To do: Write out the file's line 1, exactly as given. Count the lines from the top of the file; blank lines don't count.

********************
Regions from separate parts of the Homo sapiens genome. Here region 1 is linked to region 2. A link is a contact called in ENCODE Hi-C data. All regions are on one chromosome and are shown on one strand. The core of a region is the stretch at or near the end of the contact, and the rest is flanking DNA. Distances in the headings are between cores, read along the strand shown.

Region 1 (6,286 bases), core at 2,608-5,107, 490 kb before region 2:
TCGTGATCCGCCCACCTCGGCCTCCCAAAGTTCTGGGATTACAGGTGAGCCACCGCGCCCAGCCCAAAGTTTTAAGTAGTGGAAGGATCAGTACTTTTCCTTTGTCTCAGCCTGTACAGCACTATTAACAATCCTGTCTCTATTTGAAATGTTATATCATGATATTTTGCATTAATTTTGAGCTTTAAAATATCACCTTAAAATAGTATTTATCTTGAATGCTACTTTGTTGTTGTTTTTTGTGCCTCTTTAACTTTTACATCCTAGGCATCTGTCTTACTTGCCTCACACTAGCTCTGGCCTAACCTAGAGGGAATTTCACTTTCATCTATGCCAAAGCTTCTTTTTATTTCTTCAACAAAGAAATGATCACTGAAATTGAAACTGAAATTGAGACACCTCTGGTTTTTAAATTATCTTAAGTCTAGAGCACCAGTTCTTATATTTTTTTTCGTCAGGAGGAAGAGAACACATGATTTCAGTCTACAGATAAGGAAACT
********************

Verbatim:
Regions from separate parts of the Homo sapiens genome. Here region 1 is linked to region 2. A link is a contact called in ENCODE Hi-C data. All regions are on one chromosome and are shown on one strand. The core of a region is the stretch at or near the end of the contact, and the rest is flanking DNA. Distances in the headings are between cores, read along the strand shown.